Ice Climbing Advice
The European and Norwegian icefall climbing scene is becoming more popular with Brits on account of cheap flights, reliable conditions and more accessible information. The average trip from London to the Continent is faster than the drive to Scotland, so opportunities for fun in the sun even over a long weekend are endless! Most of this climbing takes place on accessible icefalls draining the sides of alpine valleys in fantastic settings, but this alpine arena and the qualities of the routes themselves present unfamiliar challenges to climbers used to the Scottish winter scene. This article aims to provide an overview of the European Ice experience and some useful ice climbing advice for the first time visitor.
If you are keen to get into ice climbing or the first time, learn new techniques, or simply enjoy a great climbing holiday – then take a look at some of the alpine ice climbing courses that we offer.
Where can you go?
In winter the Alps are riddled with frozen waterfalls and – not surprisingly – there are many excellent climbing areas. Several have gained popularity and worldwide acclaim due to a combination of quality climbing and ease of access. Geneva is served by a wide range of low budget airlines, and can be used as a springboard for Chamonix, Cogne (through the Mont Blanc tunnel into Italy), and Kandersteg (just up the Rhone valley and through the Kandersteg tunnel). La Grave and the Argetiere La Besse region both lie on the fringes of the Ecrins National Park in the southern French Alps, and can be reached on cheap flights via Lyon, Grenoble or Torino. All these areas offer world-class ice climbing, are cheap to visit (especially Italy) and are covered by a range of quality guidebooks available in the UK. And then there’s Norway, Canada…! If you’re considering some skills training and instruction, then look at an alpine ice climbing course.
When should you go?
In very good years the season can start in November, but normally December, whilst the most reliable conditions are usually found in January/February. Towards the end of Feb into March the longer sunny days and increasing temps can turn icefalls into mush, and you really don’t want to be there. But choose a high north facing slope in a good season and you can climb safely right into April. Just as we have Scottish conditions websites, so the Alps have their own for icefalls, alpinism and ski-mountaineering. The following are all quite useful, depending on how many language degrees you have:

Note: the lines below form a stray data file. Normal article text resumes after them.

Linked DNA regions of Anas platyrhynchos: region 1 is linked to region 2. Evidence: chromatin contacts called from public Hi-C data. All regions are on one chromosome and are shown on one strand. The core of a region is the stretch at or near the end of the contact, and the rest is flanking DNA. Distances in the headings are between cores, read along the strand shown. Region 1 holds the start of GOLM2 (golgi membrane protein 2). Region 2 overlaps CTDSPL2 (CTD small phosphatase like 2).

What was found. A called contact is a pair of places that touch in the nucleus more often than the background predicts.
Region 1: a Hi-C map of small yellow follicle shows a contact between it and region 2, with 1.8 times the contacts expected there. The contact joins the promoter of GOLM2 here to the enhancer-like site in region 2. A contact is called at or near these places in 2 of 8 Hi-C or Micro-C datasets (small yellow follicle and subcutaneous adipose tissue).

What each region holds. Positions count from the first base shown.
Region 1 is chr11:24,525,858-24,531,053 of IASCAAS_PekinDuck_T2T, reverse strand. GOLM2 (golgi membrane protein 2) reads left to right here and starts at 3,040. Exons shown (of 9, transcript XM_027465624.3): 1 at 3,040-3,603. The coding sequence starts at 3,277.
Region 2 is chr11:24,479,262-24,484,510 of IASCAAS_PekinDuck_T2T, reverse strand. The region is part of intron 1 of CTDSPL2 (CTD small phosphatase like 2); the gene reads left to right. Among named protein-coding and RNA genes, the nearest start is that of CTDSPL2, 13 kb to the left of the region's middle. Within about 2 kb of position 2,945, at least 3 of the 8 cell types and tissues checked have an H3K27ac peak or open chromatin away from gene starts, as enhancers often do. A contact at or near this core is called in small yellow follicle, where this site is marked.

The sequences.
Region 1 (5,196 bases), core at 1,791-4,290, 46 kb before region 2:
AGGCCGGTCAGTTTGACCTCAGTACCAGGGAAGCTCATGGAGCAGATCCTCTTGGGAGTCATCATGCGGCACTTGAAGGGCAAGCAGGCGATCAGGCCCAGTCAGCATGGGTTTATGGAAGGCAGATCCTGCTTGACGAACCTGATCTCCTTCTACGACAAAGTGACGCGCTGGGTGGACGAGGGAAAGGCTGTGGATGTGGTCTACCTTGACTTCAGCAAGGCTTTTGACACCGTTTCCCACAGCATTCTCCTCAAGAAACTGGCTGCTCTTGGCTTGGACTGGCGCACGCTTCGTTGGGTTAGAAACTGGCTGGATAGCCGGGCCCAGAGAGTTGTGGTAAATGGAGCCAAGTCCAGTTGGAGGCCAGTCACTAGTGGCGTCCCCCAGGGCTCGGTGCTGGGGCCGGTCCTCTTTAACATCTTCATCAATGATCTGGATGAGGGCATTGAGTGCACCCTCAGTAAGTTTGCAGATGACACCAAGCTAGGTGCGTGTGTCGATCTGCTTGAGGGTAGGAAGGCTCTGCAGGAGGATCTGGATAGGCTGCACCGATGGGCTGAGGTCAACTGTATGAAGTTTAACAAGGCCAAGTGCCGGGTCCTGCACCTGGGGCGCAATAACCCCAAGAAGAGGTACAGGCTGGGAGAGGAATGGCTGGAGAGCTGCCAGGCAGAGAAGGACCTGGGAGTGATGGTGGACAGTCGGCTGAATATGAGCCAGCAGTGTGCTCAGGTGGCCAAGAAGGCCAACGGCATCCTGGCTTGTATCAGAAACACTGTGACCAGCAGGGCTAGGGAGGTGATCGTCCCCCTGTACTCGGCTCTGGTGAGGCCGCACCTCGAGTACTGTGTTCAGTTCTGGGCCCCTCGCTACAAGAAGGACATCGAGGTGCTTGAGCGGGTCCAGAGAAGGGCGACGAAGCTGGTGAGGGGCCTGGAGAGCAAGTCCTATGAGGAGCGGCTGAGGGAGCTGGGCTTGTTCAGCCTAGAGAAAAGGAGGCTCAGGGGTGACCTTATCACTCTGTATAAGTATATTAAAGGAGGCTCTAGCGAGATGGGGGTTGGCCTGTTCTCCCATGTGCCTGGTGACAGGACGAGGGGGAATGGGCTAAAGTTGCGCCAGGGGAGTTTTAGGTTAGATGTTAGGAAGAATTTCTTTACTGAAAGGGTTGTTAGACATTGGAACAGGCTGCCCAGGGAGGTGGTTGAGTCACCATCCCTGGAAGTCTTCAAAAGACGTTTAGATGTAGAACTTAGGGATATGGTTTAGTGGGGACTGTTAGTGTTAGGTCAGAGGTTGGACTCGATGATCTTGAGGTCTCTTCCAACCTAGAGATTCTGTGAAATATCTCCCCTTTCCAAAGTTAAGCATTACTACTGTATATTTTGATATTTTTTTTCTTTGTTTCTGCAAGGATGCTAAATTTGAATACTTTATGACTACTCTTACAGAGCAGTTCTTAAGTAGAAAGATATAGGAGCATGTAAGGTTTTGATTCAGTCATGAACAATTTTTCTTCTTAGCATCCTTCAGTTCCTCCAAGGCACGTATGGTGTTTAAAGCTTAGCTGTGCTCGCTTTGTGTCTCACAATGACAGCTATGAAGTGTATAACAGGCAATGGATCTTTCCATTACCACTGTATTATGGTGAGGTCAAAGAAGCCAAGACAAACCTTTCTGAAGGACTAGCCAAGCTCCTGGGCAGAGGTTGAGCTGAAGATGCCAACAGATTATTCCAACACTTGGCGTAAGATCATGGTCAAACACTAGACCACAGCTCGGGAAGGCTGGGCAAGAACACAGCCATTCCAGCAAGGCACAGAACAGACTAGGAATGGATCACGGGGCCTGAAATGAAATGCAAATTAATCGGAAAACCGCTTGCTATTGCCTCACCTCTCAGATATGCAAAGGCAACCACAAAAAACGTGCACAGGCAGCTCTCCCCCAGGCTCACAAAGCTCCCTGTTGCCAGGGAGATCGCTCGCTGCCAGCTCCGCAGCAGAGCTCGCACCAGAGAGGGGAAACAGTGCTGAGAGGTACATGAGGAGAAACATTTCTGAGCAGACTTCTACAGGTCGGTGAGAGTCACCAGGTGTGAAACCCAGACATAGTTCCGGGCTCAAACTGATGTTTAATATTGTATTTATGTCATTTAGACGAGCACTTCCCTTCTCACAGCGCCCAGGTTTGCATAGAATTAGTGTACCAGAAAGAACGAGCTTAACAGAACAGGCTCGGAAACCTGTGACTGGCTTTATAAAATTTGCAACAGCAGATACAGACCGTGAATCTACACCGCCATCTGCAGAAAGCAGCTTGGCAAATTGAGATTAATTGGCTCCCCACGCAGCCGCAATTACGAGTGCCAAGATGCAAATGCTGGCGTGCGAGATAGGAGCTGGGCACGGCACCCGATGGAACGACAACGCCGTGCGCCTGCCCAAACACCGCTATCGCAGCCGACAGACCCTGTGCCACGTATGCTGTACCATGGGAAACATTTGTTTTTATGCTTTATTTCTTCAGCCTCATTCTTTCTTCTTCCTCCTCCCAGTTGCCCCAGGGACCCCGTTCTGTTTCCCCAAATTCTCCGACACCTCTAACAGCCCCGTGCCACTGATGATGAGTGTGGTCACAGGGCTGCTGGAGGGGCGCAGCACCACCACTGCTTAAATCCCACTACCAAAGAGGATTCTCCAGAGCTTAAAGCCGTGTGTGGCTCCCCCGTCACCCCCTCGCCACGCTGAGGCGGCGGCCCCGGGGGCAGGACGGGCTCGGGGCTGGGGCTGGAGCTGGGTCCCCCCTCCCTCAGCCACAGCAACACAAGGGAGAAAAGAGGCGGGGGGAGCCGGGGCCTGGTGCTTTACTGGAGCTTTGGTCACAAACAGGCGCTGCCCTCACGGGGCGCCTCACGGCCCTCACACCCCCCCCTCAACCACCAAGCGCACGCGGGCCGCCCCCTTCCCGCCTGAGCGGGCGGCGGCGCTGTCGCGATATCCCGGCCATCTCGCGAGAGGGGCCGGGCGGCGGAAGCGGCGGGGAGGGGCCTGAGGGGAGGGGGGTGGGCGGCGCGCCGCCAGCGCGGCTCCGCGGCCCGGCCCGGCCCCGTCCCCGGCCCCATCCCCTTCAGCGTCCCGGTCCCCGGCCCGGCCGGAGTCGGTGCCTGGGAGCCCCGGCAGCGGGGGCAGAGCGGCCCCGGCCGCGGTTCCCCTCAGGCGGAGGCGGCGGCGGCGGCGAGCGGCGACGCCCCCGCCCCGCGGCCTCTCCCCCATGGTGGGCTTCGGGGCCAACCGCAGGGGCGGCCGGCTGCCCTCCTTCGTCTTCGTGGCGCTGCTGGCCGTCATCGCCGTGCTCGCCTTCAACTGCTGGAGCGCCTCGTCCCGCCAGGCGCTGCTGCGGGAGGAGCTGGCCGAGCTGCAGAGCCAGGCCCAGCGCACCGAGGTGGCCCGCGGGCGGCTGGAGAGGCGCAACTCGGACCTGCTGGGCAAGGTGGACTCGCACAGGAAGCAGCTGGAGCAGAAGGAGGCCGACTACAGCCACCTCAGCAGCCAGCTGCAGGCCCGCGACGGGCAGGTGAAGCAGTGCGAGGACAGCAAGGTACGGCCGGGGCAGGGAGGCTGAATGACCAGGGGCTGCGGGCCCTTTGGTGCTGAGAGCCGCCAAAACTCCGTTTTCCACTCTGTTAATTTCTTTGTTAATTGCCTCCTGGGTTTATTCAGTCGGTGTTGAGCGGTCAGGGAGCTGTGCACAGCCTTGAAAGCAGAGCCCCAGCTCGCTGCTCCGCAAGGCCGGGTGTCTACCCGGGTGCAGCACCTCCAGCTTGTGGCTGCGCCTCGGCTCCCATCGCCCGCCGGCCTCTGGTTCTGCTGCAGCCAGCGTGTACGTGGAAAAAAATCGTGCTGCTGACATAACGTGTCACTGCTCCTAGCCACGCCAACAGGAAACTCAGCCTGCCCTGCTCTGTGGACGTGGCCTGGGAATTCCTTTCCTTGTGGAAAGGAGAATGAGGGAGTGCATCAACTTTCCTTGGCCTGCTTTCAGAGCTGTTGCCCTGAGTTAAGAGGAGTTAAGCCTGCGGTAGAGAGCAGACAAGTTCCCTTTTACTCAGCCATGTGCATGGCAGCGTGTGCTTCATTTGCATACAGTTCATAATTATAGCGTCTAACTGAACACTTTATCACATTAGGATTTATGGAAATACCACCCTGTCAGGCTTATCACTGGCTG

Ice Climbing Links
OHM Route Book – conditions postings for Chamonix and elsewhere (in French)
Camptocamp – good French site – postings and database (in French)
Gipfelbuch – best Swiss site for postings + conditions (in German)
Gulliver – Italian conditions posts
Ice-fall – French guiding site based in the Ecrins with conditions info (in French)
North East Ice – good info and conditions site for climbing in Canada (in English)
Alpine Guides – webcams, weather and avalanche forecasts
How does it compare to Scotland?
Its tricky to use this as a bench mark, as there are few routes in Scotland to compare to the sustained flows of water ice found overseas and the quality of the ice is often very different. A lot of the ice encountered on Scottish routes is snow ice (or has a big snow ice melt/freeze content), whilst waterfall ice is often harder and more brittle resulting in hard won placements. Temperature plays a big part in this however, and warmer days can result in chewy first time placements that make you feel like an Ice God! European water ice grades range from 1-7 and are offset from Scottish grades by roughly one notch, hence a solid technical 5 in Scotland equates roughly to grade 4. On easier routes good weather and chewy ice make life feel great, but as soon as you hit French 5 you’re on Scottish 6 terrain and need a cool head plus total confidence in your tools.
What do you need?
The ice gear revolution has brought the barriers of steep ice climbing crashing down (!). Technology exists to make life easier and to give us greater security in more impressive situations – and that’s what it’s all about. The modern ice fall climber will wear stiff yet comfortable leather boots or lightweight plastics, to reduce weight and increase sensitivity, and lashed to these a pair of crampons with long vertically orientated front points (eg Petzl Lynx etc) for deeper, more secure penetration.
Hands are kept warm by dextrous gloves, for easy screw placement and firm grip, with padding to protect the knuckles from hard ice bulges and shoddy technique. At the business end two well sharpened technical tools with curved shafts offer a comfortable grip position, and give clearance on bulging or cauliflowered ice for more secure placements (eg Petzl Nomics etc).